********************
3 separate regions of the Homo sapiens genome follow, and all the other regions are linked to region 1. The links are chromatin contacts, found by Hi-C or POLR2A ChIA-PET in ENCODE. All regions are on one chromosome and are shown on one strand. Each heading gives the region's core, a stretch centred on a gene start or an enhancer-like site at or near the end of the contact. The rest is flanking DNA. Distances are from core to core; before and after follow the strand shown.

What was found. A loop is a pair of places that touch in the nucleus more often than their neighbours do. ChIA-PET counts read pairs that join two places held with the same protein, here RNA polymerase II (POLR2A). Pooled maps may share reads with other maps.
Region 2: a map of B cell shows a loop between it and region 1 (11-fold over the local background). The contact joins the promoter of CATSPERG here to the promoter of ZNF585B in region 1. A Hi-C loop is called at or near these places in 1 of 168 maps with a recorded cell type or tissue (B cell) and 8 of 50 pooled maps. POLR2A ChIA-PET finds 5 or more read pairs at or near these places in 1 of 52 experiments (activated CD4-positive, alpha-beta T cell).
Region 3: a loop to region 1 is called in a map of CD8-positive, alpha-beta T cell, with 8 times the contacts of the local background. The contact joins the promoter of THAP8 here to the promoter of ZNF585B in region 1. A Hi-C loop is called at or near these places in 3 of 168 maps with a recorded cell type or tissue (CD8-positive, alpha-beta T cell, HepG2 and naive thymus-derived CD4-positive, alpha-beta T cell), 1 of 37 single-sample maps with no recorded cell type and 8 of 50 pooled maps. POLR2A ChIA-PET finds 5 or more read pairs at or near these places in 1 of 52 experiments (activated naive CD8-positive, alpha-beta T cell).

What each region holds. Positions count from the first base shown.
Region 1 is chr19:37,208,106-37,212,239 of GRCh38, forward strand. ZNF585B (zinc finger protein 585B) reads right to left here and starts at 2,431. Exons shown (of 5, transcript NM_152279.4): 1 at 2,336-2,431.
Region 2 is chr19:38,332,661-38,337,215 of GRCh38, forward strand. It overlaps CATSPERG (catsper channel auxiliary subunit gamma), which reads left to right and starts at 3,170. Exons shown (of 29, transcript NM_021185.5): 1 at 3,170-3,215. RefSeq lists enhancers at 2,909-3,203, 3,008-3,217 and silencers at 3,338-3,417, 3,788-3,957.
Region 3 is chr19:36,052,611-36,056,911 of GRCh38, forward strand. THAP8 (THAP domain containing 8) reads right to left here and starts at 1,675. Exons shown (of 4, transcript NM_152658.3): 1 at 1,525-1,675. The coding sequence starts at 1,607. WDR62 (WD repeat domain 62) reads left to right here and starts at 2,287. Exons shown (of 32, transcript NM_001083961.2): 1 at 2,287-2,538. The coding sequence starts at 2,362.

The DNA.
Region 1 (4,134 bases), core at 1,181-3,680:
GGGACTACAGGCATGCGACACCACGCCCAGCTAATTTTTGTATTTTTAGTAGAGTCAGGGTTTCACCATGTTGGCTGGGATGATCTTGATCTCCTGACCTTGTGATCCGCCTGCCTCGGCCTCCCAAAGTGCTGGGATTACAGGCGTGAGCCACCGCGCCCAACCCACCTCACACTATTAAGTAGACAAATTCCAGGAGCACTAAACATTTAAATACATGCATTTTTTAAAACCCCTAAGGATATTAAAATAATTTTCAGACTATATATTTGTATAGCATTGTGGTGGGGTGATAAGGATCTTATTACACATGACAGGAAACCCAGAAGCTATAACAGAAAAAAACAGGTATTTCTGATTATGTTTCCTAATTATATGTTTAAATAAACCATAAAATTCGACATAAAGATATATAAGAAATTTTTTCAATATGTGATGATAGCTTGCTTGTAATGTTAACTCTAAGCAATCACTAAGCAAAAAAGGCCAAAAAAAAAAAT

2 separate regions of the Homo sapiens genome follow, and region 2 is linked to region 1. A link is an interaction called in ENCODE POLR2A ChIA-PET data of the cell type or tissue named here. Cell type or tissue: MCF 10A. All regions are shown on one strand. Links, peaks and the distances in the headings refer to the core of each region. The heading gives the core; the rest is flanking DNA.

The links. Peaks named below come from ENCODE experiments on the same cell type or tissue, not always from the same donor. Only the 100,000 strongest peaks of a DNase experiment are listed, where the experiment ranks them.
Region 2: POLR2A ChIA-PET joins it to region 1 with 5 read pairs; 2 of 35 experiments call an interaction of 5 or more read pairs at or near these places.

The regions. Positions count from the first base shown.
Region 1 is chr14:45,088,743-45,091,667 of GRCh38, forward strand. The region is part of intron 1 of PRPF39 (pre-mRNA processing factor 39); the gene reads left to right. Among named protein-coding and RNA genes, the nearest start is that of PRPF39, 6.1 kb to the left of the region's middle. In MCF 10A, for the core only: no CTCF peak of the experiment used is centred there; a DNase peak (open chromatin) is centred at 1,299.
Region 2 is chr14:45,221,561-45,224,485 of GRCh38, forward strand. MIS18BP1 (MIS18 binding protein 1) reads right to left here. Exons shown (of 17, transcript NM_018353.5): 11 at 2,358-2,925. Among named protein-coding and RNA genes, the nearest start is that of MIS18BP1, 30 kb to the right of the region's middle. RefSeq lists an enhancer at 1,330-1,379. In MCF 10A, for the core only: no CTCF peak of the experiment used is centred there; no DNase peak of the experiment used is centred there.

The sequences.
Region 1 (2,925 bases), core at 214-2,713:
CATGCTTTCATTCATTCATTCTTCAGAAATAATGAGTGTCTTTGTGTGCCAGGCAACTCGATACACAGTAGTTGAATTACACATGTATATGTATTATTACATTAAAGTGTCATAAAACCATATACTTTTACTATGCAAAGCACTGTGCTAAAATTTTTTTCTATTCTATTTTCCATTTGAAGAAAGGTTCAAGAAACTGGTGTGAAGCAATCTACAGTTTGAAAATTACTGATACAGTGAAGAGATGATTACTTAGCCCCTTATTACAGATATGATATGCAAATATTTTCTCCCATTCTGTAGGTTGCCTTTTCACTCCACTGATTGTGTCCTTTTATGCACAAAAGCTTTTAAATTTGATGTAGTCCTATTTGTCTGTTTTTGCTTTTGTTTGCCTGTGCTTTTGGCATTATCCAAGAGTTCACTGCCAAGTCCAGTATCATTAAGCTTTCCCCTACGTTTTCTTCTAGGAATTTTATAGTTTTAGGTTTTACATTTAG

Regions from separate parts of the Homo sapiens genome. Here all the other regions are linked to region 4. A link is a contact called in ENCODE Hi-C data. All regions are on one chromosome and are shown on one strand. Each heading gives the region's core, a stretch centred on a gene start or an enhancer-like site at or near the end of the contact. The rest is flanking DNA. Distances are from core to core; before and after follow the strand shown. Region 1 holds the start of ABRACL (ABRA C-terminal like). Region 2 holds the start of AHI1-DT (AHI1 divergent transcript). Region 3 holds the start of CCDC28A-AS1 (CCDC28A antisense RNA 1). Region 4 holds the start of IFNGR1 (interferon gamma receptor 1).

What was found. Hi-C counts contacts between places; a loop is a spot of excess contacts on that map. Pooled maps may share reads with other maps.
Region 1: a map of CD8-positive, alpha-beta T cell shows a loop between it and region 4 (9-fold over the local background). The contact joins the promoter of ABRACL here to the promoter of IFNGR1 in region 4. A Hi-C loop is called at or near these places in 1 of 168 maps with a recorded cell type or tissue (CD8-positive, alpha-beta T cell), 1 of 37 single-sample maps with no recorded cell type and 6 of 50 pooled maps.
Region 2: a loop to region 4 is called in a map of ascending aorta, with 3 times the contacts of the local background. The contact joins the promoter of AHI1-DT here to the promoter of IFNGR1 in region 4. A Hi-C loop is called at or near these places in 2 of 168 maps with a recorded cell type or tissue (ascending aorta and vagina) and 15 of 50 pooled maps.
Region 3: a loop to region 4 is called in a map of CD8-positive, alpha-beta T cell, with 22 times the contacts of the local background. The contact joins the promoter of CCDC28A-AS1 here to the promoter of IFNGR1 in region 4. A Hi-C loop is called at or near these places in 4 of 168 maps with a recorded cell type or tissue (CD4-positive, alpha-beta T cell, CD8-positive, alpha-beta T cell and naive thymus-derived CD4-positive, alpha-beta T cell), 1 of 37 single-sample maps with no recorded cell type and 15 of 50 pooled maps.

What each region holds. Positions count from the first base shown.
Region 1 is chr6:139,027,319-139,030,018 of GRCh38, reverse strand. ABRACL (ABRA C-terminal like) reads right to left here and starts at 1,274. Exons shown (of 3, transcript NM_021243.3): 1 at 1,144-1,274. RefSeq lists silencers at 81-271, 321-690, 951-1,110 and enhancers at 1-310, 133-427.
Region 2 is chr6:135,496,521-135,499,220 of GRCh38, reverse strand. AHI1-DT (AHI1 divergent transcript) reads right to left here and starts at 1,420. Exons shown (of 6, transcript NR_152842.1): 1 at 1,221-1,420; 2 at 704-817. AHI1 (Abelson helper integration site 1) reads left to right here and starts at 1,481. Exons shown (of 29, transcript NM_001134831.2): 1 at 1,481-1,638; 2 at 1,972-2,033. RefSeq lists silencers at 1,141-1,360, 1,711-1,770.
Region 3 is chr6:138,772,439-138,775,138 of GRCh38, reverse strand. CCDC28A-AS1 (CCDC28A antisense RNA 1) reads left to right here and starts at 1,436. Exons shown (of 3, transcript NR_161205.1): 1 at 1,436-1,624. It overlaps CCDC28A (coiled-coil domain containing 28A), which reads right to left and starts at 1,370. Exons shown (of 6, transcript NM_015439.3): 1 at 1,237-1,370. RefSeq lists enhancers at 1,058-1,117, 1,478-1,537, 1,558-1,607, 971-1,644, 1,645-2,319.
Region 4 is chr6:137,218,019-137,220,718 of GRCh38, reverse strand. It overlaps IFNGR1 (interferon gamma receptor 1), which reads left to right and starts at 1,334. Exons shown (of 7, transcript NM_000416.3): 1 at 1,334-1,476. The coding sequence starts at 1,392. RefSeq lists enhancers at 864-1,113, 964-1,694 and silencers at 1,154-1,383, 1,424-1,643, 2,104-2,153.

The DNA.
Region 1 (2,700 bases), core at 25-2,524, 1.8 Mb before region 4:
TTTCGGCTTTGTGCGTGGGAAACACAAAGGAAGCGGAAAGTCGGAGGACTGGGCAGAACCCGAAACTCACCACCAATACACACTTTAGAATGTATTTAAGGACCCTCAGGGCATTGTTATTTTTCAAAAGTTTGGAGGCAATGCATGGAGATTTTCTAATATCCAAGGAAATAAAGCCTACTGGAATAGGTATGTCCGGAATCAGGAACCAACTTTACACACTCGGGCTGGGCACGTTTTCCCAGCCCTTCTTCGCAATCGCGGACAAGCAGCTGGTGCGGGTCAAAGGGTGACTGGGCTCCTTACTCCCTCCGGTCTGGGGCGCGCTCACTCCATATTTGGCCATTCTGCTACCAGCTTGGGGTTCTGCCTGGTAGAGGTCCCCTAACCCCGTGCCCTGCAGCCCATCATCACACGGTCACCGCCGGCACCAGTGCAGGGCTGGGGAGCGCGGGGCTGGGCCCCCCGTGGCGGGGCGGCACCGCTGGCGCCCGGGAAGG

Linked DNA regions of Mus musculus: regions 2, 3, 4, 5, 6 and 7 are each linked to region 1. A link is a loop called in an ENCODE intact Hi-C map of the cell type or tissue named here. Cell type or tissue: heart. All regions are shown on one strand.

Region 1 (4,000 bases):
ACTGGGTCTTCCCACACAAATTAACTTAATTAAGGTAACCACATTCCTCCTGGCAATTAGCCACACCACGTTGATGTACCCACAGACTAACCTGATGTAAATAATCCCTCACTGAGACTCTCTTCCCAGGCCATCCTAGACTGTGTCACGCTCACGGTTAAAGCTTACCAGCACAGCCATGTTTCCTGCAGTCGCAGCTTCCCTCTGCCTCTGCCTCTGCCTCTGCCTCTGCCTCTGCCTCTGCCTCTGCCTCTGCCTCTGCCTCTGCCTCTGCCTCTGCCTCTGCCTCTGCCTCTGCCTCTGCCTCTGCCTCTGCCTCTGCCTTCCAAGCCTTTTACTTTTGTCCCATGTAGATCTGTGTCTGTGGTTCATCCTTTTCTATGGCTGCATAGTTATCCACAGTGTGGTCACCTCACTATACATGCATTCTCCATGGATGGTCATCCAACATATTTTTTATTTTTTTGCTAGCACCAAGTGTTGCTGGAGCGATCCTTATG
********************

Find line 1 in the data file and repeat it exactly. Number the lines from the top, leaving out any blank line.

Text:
3 separate regions of the Homo sapiens genome follow, and all the other regions are linked to region 1. The links are chromatin contacts, found by Hi-C or POLR2A ChIA-PET in ENCODE. All regions are on one chromosome and are shown on one strand. Each heading gives the region's core, a stretch centred on a gene start or an enhancer-like site at or near the end of the contact. The rest is flanking DNA. Distances are from core to core; before and after follow the strand shown.